3) Income Levels: For about 95 percent of its existence, the typical automobile is parked, meaning a huge amount of social wealth is tied up in rusting automotive metal. Vast amounts of capital are consumed creating roads and streets, which are designed to accommodate peak demand during two hours at the beginning and end of each workday. Additional wealth is wasted on parking facilities at suburban office parks that often sit empty on weekends. The incredible amount of social wealth consumed to support auto-dependency means fewer resources are available for more productive investment. This means higher borrowing costs for money, inhibiting investment, hurting the productivity of the economy, and holding down wage levels.

Payments for car loans, auto insurance, fuel, fees, and so on are often the largest household expense after housing. The considerable expense of owning and maintaining a private automobile contributes to the abysmally low savings rate of Americans--already the lowest in the world--again raising the cost of credit and hurting productive investment. Employers also consider the expense of providing "free" employee parking--which actually costs a great deal for maintenance, lighting, security, insurances, etc.--as part of total compensation, meaning workers' wages are held down regardless of how they get to their job.

4) Quality of Life: Blight-creating automobile facilities--gas stations, body shops, junk yards, highways--are usually located in poor and working class neighborhoods. The powers-that-be build refineries in working-class Richmond, not well-to-do Orinda. They build freeways through the Mission District, not affluent Seacliff in San Francisco. They can find $1.1 billion to rebuild the 4.5 mile Cypress Freeway so middle-class commuters from Castro Valley can save a few minutes traveling into San Francisco; yet these same politicians can't find a mere $1 million to maintain late-night service on AC Transit. They build costly BART extensions so middle-class suburbanites can easily get to SFO for their business and pleasure trips, but somehow can't electrify CalTrain and extend it downtown to serve working class people every day. Transportation priorities clearly reflect a class and racial bias.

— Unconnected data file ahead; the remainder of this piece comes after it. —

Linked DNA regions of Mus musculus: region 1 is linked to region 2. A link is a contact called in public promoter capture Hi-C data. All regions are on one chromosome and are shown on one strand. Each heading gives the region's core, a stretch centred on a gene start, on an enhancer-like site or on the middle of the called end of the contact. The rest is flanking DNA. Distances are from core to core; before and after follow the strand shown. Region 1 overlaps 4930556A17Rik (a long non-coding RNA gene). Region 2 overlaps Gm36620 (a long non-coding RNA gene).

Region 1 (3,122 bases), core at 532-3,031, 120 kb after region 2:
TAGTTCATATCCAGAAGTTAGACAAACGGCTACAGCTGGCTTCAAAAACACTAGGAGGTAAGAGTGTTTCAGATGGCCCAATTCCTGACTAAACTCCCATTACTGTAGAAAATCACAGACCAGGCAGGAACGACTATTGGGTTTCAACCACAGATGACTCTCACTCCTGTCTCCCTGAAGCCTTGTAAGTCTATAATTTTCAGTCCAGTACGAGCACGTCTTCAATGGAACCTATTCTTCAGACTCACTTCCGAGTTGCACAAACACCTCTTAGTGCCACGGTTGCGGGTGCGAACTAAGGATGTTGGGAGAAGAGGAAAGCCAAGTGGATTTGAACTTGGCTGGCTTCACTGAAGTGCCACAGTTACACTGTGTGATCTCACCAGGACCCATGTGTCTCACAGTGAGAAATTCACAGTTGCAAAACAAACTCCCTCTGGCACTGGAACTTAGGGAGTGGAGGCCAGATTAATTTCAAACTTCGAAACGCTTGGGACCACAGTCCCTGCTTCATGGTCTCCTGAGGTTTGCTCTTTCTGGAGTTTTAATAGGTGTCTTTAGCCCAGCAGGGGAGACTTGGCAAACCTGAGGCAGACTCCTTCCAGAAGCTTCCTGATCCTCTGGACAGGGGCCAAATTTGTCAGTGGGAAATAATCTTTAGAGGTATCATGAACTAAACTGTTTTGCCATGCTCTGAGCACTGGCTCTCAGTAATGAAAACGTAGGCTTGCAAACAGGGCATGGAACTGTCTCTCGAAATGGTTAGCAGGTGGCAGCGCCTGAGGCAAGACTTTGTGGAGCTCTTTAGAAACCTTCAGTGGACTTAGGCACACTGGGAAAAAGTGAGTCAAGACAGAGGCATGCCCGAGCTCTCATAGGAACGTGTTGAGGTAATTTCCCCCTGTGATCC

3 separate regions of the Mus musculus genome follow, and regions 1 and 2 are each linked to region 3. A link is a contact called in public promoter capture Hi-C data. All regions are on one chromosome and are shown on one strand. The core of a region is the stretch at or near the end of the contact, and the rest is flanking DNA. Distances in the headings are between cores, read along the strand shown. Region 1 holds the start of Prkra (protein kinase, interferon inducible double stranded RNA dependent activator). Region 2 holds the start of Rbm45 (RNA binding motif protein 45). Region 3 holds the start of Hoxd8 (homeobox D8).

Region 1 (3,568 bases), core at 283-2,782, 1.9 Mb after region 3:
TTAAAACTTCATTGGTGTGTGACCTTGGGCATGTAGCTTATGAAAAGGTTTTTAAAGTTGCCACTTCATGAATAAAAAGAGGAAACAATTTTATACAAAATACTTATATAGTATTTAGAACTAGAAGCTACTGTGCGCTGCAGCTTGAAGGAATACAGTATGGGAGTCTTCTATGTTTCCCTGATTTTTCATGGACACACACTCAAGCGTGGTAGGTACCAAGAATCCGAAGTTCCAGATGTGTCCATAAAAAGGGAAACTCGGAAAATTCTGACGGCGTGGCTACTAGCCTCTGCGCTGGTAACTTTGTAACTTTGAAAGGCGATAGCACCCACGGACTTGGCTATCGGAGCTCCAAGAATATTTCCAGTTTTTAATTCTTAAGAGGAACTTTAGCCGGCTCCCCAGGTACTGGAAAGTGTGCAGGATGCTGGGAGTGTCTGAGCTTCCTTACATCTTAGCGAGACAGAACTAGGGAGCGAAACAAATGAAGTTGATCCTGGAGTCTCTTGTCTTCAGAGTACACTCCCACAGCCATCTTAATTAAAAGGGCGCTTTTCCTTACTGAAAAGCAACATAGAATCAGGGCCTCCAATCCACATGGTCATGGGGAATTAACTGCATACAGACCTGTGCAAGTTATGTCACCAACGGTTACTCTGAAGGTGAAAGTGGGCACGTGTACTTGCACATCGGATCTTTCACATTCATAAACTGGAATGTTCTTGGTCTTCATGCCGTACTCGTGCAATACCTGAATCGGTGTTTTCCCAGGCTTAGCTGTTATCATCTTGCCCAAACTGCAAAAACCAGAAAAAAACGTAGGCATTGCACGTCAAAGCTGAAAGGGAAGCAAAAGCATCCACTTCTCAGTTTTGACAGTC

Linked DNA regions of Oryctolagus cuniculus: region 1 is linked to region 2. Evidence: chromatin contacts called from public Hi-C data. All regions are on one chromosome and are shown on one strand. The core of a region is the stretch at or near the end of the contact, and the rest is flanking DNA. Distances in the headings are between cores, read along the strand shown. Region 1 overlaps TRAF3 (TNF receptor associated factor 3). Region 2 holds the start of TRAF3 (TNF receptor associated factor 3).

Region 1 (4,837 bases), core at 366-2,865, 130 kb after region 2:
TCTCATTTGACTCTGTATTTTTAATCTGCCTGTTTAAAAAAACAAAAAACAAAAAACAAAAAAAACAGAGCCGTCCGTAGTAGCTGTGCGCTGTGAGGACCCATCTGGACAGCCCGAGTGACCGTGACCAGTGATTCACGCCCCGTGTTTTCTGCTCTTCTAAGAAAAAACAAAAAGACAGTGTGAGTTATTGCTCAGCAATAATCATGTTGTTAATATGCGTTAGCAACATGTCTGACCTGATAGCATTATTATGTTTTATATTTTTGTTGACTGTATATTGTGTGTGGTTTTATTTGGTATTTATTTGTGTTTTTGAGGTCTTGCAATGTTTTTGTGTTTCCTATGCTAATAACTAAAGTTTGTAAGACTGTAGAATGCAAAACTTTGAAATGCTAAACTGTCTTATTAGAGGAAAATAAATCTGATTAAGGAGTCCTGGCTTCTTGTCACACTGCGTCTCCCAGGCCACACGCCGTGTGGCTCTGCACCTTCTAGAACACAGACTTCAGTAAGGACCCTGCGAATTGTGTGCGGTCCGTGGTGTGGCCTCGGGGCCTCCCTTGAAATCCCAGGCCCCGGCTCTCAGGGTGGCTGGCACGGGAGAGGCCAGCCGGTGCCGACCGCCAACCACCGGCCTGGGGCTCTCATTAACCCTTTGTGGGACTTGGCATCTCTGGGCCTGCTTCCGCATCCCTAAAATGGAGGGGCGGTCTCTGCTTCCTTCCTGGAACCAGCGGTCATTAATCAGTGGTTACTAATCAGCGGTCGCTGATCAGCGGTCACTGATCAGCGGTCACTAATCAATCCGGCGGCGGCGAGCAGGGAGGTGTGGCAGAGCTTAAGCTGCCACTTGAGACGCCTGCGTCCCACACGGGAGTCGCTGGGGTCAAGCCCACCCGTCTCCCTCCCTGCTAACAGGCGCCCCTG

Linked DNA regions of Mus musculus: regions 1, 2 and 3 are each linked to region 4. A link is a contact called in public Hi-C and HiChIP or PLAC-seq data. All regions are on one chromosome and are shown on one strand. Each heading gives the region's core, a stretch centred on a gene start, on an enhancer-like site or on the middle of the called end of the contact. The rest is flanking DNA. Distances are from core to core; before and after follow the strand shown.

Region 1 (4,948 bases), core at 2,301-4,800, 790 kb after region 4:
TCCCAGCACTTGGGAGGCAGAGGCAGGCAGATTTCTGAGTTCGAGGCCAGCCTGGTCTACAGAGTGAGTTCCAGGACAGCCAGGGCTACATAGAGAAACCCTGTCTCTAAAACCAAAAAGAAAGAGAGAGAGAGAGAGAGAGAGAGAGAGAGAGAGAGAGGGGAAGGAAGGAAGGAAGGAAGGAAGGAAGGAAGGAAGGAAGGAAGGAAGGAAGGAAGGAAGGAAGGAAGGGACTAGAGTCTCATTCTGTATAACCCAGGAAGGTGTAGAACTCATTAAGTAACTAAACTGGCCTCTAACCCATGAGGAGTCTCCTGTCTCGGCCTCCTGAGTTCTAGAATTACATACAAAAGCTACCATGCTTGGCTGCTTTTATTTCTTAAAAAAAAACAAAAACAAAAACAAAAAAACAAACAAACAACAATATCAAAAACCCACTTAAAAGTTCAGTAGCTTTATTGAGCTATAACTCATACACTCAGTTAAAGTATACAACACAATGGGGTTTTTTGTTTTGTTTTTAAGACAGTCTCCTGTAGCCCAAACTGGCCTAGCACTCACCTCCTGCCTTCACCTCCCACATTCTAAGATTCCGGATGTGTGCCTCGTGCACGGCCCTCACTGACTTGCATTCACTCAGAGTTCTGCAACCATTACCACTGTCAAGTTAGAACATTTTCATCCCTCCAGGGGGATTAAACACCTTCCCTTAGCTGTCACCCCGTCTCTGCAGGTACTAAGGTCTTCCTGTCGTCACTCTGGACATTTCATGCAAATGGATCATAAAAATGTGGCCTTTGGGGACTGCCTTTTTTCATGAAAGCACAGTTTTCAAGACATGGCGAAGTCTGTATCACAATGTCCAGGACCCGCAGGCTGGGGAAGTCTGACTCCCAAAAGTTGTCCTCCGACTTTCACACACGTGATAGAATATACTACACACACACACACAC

Additionally, poor and working class people depend on public space, such as parks and streets, for recreation and community activities. We generally can't afford the dues at exclusive country clubs or private resorts. However, the quality of public space is diminished by an auto-centered transportation system. Streets once functioned much like parks: providing light, air and recreation and community space to all neighborhoods. Streets were places for community life: demonstrations, rallies, children's play, fairs, festivals, etc. Now, streets are widely viewed principally as utilitarian corridors for automobile traffic, effectively a publicly subsidized facility to enable private profits for GM, Exxon and cohorts.

Additional Reading:
Cars and Class, Bianca Mugyeni and Yves Engler, counterpunch.org